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user-inactivated  ·  1637 days ago  ·  link  ·    ·  parent  ·  post: Scientists discover the universe has much less phosphorus than we thought, potentially meaning there are fewer aliens

One of the solutions to the Fermi Paradox is the idea that we are the first civilization in this galaxy. With the need for stars to build up the heavier elements needed to create long carbon chains. I have an issue with this, in that time moves a lot faster than most people realize. We are only 100 human lifetimes from Stonehenge. We went from advanced hunter-gatherer societies to space flight in the geologic blink of an eye. If we are 10,000 years behind everyone else, they must be so advanced that we are but ants. 100 years ago electricity was a luxury, we barely had flying machines, and health care was just starting to come into its own (Vaccines are about 100 years old, mass vaccination programs are only 60 years old).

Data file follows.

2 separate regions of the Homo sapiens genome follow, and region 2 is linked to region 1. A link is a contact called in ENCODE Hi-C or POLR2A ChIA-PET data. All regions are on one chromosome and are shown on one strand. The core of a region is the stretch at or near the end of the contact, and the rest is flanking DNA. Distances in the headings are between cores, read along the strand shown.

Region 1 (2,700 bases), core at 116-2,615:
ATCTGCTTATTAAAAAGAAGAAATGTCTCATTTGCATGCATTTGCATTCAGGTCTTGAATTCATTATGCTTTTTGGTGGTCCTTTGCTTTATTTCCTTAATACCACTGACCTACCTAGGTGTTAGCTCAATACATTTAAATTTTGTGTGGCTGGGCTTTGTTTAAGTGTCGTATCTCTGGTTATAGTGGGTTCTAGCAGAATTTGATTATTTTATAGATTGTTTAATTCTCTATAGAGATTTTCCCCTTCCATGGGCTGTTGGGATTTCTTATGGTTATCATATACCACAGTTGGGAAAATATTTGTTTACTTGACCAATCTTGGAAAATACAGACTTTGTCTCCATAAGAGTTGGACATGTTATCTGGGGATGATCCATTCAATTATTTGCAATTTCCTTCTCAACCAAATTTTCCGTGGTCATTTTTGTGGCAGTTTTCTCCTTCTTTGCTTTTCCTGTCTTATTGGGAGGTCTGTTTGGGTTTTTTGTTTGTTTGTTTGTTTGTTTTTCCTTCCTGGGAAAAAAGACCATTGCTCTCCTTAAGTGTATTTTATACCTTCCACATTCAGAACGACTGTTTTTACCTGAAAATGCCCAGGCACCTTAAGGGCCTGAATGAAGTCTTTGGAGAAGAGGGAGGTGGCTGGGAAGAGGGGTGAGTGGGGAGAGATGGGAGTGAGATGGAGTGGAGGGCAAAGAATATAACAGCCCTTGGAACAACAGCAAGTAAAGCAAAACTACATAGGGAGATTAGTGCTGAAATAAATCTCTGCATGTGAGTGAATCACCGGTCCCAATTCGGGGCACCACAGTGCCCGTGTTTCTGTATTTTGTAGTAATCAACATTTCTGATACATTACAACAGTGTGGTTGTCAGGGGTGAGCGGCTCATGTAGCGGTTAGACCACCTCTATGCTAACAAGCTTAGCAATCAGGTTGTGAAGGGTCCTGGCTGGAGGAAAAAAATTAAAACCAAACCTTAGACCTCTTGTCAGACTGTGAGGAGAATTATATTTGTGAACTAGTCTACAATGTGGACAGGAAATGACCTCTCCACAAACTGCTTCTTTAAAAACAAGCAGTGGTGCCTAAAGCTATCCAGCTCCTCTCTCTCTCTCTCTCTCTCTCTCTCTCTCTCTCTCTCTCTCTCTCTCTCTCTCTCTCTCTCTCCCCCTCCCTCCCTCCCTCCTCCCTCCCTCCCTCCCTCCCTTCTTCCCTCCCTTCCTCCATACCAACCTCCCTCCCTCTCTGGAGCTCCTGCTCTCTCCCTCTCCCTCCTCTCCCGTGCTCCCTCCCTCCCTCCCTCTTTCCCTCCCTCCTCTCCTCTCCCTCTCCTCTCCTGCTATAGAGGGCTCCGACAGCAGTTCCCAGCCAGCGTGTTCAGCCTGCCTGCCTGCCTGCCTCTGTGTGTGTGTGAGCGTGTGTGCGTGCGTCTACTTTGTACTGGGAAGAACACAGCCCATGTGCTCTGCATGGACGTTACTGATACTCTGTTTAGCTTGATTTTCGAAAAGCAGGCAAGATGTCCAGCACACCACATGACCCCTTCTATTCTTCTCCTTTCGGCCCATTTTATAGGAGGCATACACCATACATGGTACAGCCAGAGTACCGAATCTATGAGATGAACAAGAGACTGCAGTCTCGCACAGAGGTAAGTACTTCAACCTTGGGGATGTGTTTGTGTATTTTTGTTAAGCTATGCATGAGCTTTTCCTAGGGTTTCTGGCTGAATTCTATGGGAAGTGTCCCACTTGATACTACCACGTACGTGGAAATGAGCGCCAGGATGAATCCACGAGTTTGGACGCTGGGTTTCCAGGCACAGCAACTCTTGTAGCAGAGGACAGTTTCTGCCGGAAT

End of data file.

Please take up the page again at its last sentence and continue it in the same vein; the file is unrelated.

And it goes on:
Space is big, very big. Other stars that can host planets like ours are far away and those planets are very hard to find. The James Webb Telescope will let us for the first time sample the atmospheres of exoplanets, and the TESS mission launching next week will find the targets to look at. I was listening to a telecast about TESS and they think that TESS will find 17K-20K exoplanets... we have verified just about 4K now.

The question about are we alone? We will be getting closer to confirming that within the next 20 years. If we land on Europa? I hope we find DNA and bacteria. It's an exciting time to be a space nerd.